I guess that, when feeling distressed by all of your everyday tasks and doings, you could often find yourself in a situation where you focus solely on the negative aspects of having children. I know I often do. If your children in addition act out, it can be difficult to rise emotionally up from the ashes after a day that has gone completely wrong. It’s therefore easy to spill out some words on how terrible everything is in a blog, but I will try not to. This will not be a place for which I use to spread negative stories about parenting (some frustration is ok though). I will, as best as I can, try to prevent myself from writing only about my frustrations in this blog. It’s not fair against my children, and it wouldn’t be fair due to the fact that there are so many days that are memorable and fantastic. Therefore I have decided that a certain amount of my posts should be solely positively directed. I will start today! My last post, Bedtime Struggles where a statement of frustration where I ask for advice from other parents that have experienced something similar. This post will be about a boy, my eldest by the age of 11, that’s in the middle of realising that he needs to admit to himself that he has got Tourette’s Syndrome. He has been in denial for a couple of years, but the last six months has been tough on him. His brother steels all of the attention and us parents try our best to give him all the attention he needs and deserves. I feel sorry for him, but at the same time it’s important for him as an individual that he learns to cope. It’s very much possible to live a good life with Tourette’s, but I guess the transition from being a young boy, to growing up becoming a man, is difficult. I know he will get through, because I know he is tough, and that he has so many things to offer.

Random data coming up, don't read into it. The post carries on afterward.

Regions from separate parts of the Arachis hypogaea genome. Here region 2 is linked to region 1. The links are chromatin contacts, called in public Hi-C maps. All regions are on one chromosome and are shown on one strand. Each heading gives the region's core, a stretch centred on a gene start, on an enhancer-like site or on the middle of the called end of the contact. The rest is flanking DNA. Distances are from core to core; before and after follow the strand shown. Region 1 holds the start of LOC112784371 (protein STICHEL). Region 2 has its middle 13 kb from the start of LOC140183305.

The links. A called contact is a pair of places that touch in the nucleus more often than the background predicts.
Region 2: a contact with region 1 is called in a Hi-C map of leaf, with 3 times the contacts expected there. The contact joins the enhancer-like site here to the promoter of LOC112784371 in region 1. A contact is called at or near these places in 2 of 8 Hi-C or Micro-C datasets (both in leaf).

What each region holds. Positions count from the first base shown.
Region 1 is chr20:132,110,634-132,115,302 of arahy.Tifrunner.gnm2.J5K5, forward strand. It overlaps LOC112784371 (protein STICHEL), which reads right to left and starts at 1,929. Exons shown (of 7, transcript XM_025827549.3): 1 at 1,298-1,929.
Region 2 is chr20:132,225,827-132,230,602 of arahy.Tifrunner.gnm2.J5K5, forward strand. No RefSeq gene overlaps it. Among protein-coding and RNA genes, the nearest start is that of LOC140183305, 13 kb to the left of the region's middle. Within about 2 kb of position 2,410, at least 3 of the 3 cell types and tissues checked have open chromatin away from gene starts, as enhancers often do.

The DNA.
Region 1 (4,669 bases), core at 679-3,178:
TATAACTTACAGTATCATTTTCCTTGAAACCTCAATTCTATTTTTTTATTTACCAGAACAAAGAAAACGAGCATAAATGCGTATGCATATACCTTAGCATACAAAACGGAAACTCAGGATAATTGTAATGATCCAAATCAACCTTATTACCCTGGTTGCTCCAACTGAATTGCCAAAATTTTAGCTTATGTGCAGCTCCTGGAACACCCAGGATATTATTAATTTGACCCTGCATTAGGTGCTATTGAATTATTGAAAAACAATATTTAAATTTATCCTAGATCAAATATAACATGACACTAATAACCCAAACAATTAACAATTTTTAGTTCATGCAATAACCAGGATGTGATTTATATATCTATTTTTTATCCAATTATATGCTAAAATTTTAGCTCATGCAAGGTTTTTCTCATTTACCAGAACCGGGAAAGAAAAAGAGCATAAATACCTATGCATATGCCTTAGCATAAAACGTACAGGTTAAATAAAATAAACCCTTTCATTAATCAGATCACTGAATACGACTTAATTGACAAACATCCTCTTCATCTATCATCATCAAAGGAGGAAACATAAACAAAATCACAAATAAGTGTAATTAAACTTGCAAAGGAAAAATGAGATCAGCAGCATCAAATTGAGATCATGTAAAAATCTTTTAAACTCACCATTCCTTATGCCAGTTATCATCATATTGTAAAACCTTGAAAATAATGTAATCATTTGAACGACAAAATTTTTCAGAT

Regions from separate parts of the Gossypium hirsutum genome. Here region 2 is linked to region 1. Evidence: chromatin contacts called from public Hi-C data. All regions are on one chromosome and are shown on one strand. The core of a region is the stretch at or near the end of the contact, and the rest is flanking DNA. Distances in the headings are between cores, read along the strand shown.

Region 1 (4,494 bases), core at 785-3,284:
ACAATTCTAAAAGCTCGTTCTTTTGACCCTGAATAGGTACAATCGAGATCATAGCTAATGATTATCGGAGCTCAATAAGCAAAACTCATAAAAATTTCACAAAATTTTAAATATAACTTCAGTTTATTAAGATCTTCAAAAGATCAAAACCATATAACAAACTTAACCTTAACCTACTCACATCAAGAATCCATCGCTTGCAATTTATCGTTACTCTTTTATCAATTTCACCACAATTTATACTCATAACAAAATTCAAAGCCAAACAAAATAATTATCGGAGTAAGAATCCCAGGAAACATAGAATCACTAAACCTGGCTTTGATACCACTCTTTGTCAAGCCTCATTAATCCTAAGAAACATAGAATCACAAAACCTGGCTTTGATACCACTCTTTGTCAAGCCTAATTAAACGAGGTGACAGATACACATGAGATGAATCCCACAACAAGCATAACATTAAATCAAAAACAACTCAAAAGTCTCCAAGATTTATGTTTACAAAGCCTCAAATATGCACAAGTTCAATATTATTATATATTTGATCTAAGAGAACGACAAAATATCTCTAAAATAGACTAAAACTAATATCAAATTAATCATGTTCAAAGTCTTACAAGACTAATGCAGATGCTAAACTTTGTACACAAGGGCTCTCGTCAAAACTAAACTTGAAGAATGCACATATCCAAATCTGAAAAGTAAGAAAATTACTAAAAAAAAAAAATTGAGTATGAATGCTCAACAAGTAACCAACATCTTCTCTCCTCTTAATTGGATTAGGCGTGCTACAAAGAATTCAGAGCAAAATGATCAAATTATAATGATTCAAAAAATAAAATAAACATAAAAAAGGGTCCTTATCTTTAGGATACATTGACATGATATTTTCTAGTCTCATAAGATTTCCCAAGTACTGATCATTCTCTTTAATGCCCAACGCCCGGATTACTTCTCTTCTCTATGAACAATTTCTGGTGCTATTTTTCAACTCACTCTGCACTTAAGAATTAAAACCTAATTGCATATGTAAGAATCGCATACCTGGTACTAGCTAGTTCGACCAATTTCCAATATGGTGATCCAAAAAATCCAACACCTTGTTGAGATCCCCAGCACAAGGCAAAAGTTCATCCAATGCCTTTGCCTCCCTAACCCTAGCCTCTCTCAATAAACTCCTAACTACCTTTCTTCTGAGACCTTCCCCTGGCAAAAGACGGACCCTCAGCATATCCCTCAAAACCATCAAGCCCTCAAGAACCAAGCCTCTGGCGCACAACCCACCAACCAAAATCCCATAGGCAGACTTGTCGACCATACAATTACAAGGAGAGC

He’s the kind of kid that doesn’t have the slightest bit of hurry. I mean that as a positive ability. He calculates and considers his every move, and when he moves, he moves like an expert. I remember when he started walking. A milestone for any little person, and a memory we parents keep with us forever. Our son was a little bit late walking, not of-the-charts, but he was 16,5 months old, and we had tried it all (as parents you worry about everything). But I guess he just wasn’t ready to start walking at an earlier stage. The night it happened we were visiting his grandparents, I believe it was sometime before christmas. He was (as he had been the last 3-4 months) walking around holding his hands to the table, or whatever artifact/person that could support him. Not interested in releasing his hands in any way. I remember he was standing beside me as I sat on the couch. Not anything unusual at the time, and us adults were discussing and talking about “this and that”. As I sat there, I suddenly felt him letting me go and he walked away like he had been doing it his entire life. He walked through the living room with all of us grownups staring like crazy, and trying our best to cheer with control. No one wanted to stop him or disturb him as he was walking, we didn’t want to remind him that he actually had let go of his lifeline. We could cheer afterwards. As he walked out of the living room all of the adults stared at each other. “What should we do? Just wait?” We just sat there. We heard the kitchen cabinet opening, so grandma ran out to stop him from touching any dangerous kitchen stuff. The rest of us didn’t hear anything at first. We waited, and suddenly we heard the sound of small baby steps leaving the kitchen and entering the living room. And to our surprise he stopped in the living room doorway, steady as a rock, with his hands spread out. And in his hands he held two giant chocolate bars, one in each hand. He strutted towards me and placed the two bars on my lap and started to open them up. I didn’t find the right words so I jus let him have a go at them. Of course we now cuddled him and bragged to him. I guess that in the end he had calculated and considered enough, and evaluated the risk of falling to be very small compared to the price of getting the chocolate bars in his hands.
This is a moment I won’t ever forget. A moment that defines how I still see him. If he sometimes seems afraid of leaping, it’s just because he hasn’t decided yet. He will come around. He has shown this again and again over the years. He manage whatever his mind decides to manage. I will always try to remember, that for him, the first leap always requires some evaluation.